GovInn’s Director Chris Nshimbi recently published the article ‘Southern African countries won’t manage disasters unless they work together‘ in The Conversation.

But, natural disasters like Idai doesn’t respect national boundaries. Their very regional scope requires solutions that integrate domestic actions into a regional governance framework to address them effectively … Instead of acting individually, SADC countries need to work together to pool resources and mobilise disaster relief efforts and resources to be more effective. This could be done through the SADC Secretariat.


Read the whole article here:

GovInn’s Director Chris Nshimbi published together with Inocent Moyo the article ‘Border Practices at Beitbridge Border and Johannesburg Inner City: Implications for the SADC Regional Project‘ in the Journal of Asian and African Studies.

Regarded not only as a line that separates South Africa and Zimbabwe to underline the interiority and exteriority of the two countries, as well as to control and manage migration and immigration, Beitbridge border effectively plays out the immigration debates and dynamics at the heart of the nation-state of South Africa. Based on a qualitative study of how migrants from other African countries are treated at this border and in Johannesburg inner city, we suggest that the harassment suffered by the migrants at the hands of border officials, including immigration officials, the police and army, is indicative of a larger dynamic that exists in the centre, which is represented by Johannesburg inner city. Such bordering and rebordering practices at the border and at the centre reflect negatively on the spirit and letter of the Southern African Development Community (SADC) regional integration project.

Read whole article here :

Regions without borders
Regions without borders

Call for abstracts



“Sociocultural Encounters in Geography: Borders, Borderlands, Grassroots Non-State Actors and the Southern African Regional Integration Project”

The geographical and socio-economic landscapes of the contiguous border areas in Southern African suggest de facto processes of regional integration. The historical, socio-economic and cultural interactions, enhanced by geography, that characterise these borderlands form sub-regions that not only defy border controls but also achieve alternative processes of regional integration. This has not received much scholarly attention and recognition from policy makers. Therefore, this session takes, as its point of departure, the debates around borders, borderlands, sub-and regional integration and aims to interrogate the place of local, grassroots non-State actors and their rich historical, socioeconomic and cultural interactions facilitated by geographic proximity in Southern Africa’s borderlands, in the SADC’s regional integration project. Hence the questions; do “spaces of flows” replace “spaces of places” in Southern Africa’s borderlands? Are economic regions outside formal state organisation likely to emerge in these contiguous border areas? Contrary to top down approaches to regional integration, the session will explore alternative approaches to regional integration in the SADC and advance perspectives that question current thinking and conceptualization of regional integration in the Southern African region and in Africa, in general. Several questions shall, therefore, be explored such as: how does the role of grassroots non-State actors in the Southern African region compare with other parts of the world?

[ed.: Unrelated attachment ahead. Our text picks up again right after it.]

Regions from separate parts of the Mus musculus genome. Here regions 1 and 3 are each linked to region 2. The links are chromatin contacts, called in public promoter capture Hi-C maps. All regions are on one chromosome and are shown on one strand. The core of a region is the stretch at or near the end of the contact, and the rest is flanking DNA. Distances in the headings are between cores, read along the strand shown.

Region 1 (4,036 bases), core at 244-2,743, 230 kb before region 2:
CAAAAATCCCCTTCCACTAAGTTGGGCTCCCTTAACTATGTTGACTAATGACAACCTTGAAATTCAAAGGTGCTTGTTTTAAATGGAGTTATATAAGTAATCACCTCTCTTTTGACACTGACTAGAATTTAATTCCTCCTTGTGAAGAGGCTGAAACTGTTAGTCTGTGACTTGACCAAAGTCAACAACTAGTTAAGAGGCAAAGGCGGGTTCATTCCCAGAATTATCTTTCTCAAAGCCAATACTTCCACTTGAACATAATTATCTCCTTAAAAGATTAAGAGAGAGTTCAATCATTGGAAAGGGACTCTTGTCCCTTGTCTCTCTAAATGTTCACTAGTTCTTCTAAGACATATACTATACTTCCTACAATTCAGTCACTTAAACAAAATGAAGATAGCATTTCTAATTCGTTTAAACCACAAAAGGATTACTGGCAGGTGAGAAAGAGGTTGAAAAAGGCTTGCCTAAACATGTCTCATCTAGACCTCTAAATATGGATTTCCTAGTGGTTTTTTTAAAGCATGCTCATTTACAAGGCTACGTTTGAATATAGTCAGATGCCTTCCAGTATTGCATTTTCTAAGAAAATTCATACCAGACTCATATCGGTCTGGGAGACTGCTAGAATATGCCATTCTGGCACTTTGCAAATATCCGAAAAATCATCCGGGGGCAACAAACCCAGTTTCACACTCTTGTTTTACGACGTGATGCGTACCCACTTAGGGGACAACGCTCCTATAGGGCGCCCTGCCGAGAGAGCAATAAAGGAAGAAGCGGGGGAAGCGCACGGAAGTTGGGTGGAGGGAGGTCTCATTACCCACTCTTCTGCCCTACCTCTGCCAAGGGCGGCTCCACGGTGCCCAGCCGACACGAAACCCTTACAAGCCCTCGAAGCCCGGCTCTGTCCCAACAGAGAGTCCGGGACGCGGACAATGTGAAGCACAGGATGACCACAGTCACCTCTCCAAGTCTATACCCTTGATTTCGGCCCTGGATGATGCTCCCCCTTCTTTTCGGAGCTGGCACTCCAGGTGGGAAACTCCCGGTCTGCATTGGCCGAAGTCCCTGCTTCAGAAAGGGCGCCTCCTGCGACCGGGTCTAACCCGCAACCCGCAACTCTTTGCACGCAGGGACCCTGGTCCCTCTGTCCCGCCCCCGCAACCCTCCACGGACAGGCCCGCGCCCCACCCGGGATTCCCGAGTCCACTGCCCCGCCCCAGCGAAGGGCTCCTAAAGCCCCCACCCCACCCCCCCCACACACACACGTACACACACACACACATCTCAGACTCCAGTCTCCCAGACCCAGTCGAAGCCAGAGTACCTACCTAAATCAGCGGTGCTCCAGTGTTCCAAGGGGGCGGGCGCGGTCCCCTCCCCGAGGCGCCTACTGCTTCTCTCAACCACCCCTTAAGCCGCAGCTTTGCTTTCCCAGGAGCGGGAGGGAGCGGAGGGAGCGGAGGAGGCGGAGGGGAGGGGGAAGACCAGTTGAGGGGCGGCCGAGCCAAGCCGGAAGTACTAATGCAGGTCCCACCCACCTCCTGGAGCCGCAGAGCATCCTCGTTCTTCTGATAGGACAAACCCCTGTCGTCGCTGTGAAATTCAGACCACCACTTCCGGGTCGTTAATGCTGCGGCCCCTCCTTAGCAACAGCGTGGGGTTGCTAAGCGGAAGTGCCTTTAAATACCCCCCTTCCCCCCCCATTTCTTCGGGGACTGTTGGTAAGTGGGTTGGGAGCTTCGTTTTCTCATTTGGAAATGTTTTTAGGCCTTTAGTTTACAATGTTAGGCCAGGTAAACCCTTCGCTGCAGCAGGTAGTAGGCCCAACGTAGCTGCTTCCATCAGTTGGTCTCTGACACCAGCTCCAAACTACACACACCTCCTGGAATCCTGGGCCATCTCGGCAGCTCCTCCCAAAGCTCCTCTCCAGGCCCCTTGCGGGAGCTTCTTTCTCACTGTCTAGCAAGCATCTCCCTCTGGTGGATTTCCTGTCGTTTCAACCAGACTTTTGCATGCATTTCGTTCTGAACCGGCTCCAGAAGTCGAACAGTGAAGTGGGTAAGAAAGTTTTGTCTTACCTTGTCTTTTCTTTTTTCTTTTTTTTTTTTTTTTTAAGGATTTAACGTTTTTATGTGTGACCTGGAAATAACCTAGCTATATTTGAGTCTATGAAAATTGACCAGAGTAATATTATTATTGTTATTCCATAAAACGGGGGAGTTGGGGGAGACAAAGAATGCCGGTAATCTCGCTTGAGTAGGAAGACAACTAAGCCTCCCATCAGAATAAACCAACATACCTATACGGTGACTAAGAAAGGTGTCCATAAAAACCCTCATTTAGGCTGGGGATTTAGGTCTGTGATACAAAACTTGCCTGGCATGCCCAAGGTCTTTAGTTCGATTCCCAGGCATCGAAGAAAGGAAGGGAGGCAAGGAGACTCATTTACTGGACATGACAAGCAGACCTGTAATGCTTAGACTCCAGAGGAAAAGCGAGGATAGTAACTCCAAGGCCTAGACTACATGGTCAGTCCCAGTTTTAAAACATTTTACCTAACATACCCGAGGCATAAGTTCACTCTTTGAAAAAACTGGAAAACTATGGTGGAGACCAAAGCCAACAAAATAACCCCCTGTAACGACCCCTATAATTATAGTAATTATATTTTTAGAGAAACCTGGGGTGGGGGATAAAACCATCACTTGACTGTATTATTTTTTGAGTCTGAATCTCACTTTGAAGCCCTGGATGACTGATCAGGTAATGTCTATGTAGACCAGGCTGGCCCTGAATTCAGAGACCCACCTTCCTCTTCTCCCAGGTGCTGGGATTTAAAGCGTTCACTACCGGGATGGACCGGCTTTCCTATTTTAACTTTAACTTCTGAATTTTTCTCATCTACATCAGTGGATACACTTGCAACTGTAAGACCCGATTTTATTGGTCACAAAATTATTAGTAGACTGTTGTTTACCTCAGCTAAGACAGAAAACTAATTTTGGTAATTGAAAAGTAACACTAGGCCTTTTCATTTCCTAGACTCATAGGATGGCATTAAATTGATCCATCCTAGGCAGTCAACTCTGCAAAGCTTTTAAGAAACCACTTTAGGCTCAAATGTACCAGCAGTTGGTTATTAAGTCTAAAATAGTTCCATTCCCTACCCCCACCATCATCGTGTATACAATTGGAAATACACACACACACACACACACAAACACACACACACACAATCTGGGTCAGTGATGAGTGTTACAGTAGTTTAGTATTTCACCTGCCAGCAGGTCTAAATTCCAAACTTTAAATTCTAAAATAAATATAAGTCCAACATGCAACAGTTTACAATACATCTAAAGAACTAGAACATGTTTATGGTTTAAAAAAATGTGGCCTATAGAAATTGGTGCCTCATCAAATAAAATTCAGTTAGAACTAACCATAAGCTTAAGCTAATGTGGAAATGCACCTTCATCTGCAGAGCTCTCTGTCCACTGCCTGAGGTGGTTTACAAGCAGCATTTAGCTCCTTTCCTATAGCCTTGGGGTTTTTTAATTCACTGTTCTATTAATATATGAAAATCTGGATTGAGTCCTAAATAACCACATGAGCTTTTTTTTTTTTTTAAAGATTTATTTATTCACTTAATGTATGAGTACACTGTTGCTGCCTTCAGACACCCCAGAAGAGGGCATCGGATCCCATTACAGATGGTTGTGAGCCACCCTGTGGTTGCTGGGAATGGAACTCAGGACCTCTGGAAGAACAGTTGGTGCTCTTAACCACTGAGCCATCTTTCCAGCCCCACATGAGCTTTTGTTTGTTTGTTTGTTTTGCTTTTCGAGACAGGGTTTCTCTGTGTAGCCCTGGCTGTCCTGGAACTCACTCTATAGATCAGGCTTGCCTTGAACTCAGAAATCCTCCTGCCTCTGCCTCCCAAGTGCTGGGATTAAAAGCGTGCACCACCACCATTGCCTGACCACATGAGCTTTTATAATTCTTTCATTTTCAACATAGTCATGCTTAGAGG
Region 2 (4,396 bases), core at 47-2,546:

Please register and submit your abstract (200-250 words) at the IGC China 33rd International Geographical Congress website by following the link below. On the Abstract Submission page your “Intended Session” will be listed under Political Geography. Check the “Sociocultural Encounters in Geography: Borders, Borderlands, Grassroots Non-State Actors and the Southern African Integration Project” box and proceed with your submission.


15 February 2016

21-25 August 2016, Beijing China

16 April 2016

For further information please contact:

Dr. Christopher C. Nshimbi
Research Fellow & Deputy Director: Centre for the Study of Governance Innovation (GovInn)
Department of Political Sciences, University of Pretoria
Tel: +27 12 420 4152


Dr. Inocent Moyo
Research Fellow: Department of Geography
UNISA, Florida Campus
Tel: +27 72 106 2632

As part of the Migration for Work Research Consortium (MiWORC), GovInn is pleased to announce the final research report on social security and social protection of migrants in South Africa and SADC as well as its contribution to the formulation of regional policy on migration in Southern Africa.

Release of research report on social security and social protection of migrants in South Africa and SADC

The MiWORC Team is pleased to announce the publication of:

The research conducted for MiWORC Report #8 took place under MiWORC’s Work Package 4 on migrant workers and access to social rights and portability of social benefits in South Africa and the region. The report was written by Bob Deacon, Marius Olivier and Reason Beremauro.